The last Labour manifesto contained a proposal to put VAT on independent school fees. Mr Hollands says: “This would be a real blow to parents who have already had to endure crippling levels of inflation in the fees they pay – this could be the last straw.”
Mr Hollands suggests parents with children at private schools could have a conversation with the bursar, if they are in a position to do so, about the possibility of paying fees in advance of any budget measure.
The Conservatives have been steadily slashing away at the annual pension contributions allowance and the lifetime allowance (the maximum you can hold in your pot). Mr Hollands says there is no reason why an incoming Labour chancellor would not continue the reductions carried out by the Conservatives.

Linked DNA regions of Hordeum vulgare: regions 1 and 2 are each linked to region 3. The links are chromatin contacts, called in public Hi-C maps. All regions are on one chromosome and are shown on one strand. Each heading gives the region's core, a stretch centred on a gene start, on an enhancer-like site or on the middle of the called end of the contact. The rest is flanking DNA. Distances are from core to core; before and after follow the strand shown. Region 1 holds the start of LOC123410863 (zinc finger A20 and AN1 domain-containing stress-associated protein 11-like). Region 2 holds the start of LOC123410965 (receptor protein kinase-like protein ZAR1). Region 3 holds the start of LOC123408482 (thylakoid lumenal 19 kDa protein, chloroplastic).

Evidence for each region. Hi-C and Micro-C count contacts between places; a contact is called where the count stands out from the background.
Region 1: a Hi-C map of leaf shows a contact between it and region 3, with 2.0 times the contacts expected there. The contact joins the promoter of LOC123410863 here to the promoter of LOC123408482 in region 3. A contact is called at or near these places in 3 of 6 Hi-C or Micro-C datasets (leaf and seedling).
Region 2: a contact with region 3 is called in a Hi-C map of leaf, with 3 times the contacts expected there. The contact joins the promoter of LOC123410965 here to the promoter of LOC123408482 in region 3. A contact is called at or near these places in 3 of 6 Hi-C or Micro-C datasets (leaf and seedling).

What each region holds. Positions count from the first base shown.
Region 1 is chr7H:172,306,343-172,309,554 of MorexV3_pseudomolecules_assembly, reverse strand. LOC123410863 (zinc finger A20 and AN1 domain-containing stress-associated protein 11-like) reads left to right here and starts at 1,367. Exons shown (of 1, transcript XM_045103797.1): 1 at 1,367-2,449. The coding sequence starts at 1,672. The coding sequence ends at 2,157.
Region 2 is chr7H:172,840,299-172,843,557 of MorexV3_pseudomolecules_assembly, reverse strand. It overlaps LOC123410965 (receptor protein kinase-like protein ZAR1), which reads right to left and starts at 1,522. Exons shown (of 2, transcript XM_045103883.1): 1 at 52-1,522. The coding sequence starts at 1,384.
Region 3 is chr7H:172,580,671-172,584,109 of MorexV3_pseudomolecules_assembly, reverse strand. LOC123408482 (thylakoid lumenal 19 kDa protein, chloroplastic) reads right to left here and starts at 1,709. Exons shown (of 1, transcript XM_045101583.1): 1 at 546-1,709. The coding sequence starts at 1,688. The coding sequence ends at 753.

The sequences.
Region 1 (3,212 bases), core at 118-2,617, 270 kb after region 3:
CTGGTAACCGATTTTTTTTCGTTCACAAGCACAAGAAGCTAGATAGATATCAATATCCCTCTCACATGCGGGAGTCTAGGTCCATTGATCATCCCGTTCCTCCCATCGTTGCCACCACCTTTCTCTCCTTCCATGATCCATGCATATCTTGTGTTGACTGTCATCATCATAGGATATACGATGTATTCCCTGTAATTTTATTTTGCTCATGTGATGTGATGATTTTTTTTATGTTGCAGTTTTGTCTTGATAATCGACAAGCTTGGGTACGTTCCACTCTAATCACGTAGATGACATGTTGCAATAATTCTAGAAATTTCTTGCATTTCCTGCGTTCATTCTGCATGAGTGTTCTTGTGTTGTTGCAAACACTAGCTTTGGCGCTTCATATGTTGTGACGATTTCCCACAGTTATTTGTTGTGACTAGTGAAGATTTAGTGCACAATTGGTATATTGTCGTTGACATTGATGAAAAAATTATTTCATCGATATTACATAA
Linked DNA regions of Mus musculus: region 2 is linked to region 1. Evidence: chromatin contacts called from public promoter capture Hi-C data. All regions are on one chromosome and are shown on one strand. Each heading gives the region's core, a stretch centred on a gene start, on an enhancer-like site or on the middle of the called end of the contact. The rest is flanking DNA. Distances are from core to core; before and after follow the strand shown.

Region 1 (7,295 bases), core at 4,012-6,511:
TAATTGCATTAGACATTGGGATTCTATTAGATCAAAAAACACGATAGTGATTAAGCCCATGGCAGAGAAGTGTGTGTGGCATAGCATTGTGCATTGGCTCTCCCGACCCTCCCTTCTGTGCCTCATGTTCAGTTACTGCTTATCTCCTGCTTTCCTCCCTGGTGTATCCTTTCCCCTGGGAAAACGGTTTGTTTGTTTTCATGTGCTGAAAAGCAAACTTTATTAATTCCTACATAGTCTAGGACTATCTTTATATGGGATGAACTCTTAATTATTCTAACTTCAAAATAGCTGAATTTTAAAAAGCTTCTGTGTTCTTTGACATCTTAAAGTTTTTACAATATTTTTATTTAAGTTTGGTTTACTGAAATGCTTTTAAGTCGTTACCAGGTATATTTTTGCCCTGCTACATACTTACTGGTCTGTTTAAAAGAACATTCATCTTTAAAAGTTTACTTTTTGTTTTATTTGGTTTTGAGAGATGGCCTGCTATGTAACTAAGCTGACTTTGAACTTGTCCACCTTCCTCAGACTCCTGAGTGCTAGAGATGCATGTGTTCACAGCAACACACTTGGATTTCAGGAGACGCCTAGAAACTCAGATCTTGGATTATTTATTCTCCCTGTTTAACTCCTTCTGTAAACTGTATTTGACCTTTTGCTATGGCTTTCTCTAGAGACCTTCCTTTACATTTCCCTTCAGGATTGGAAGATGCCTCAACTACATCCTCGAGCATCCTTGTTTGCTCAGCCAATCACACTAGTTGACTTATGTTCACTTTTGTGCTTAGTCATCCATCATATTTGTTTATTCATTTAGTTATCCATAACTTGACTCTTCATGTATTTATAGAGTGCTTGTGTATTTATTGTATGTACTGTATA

Other experts reckon that Labour could also target the wealthy by removing higher-rate and top-rate tax relief on pension contributions and replacing them with a lower flat rate that would apply to all taxpayers.
Make the maximum pension contributions you can afford to make the most of tax relief while the present system is in place.
● Inheritance tax
Mr Bull says: “It would not be surprising to see a Labour government cut back the inheritance tax exemption for couples.”